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The Psychology of Web Design

R Proffitt
by Richard Proffitt
iopan design

There are many, many aspects of psychology in relation to web design, far too many for this short article so I'd like to focus on just a few. Since I have previously covered the psychology of colour (Colour Theory №4: Colour & Psychology) and the psychology of shape (The Psychology of Shape) and a little about Gestalt theory (Gestalt Theory & Design) I would like to consider the way people see and look at design; How people respond to ‘Persuation Triggers’ and finally consider some feedback by examining people's use of design; ending with a brief description of the Fogg Behavior Model.

Principles of Aesthetic Experience

GROUPING

The mind groups together things like shapes or colors as a natural tendency to try and find connections in elements. The neural mechanisms that we are tapping into are the same as those that evolved as a survival trait in the brain to protect us from predators and defeat their camouflage. There are a set of design principles known as Gestalt Theory which breakdown the various types of grouping into specific categories. These can be explored for further understanding of grouping. Have a look at the article: “Gestalt Theory & Design”.

SYMMETRY AND BALANCE

A symmetrical object taps into the same neural machinery made to help the mind detect other people or predators. The more symmetrical and balanced something like a human face is, the more perceived beauty that is interpreted by the mind. No human face is perfectly symmetrical, however when the two sides are nearly equal, they are seen at a metacognitive level as more beautiful. Some scientists have argued this is because asymmetrical organisms are suffering from disease and the mind has evolved to recognize that.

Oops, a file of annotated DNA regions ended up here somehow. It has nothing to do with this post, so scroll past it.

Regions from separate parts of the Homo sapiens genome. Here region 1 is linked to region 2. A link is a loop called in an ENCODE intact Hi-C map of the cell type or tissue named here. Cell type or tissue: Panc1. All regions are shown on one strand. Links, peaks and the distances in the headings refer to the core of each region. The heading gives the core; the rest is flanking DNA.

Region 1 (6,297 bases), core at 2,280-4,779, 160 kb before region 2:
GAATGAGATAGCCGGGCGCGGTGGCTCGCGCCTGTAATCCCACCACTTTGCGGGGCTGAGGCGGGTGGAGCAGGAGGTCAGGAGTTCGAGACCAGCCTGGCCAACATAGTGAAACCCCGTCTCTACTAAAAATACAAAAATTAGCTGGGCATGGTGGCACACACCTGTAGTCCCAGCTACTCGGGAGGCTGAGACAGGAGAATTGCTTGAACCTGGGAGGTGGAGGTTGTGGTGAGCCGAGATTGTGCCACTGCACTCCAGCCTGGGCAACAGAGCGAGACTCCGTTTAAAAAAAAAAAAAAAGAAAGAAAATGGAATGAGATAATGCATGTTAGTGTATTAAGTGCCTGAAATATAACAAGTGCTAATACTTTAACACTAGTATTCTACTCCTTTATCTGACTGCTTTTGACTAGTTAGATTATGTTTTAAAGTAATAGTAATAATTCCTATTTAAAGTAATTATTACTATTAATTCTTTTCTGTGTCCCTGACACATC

PEAK SHIFT

Peak shift is how the mind reacts to differences between elements. The more you exaggerate those differences the more you are drawn to them.

We notice this done in many designs with lighting for example. The shadows and reflections, or soft spotlights behind elements is an exaggerated version of what occurs with natural lighting. By pumping up these effects we are creating a more aesthetically appealing lighting in our compositions.

ISOLATION

As designers we learn to create focus on the essential elements of a layout and simplify the message that we are trying to communicate. In art, a drawing that is merely a minimal outline of the subject can be much more powerful than a 3D rendition of the same thing. This is why a sketch is more effective as art than a full color photo.

The principle of isolation is removing the gratuitous visual information that might clutter the design and concentrating on the essentials. It directs attention to what matters. By extracting what is critical and only showing that, the mind reacts strongly to this.

PERCEPTUAL PROBLEM SOLVING

Perceptual Problem Solving is forcing the mind to try and figure out, or imagine, what the object looks like. The struggle almost introduces pleasure and forces the mind to figure out the image. This stimulates the mind more than just being literal with something, but rather teasing the mind with pieces of it and building up to a big reveal.

CONTRAST

We know contrast well as a graphic design principle in relation to light versus dark, curves versus angles, and dynamic versus static. This contrast is in how the human retina and brain respond more to the edges and sharp stepped changes in color or gradation. The visual information mainly is in the area of change like the outline/edge of a person and the color wash background. Therefore, this becomes a more interesting and attention grabbing area for the eye and brain to focus.

By adding other dimensions of contrast to the design, like texture or color, the design attracts the cells and holds their attention. Contrast can also exist as repetitive elements like black and white lines that create a sort of visual rhythm for the eye to follow. Creating areas that contrast each other is vital to a dynamic and well-composed design.

GENERIC VIEWPOINT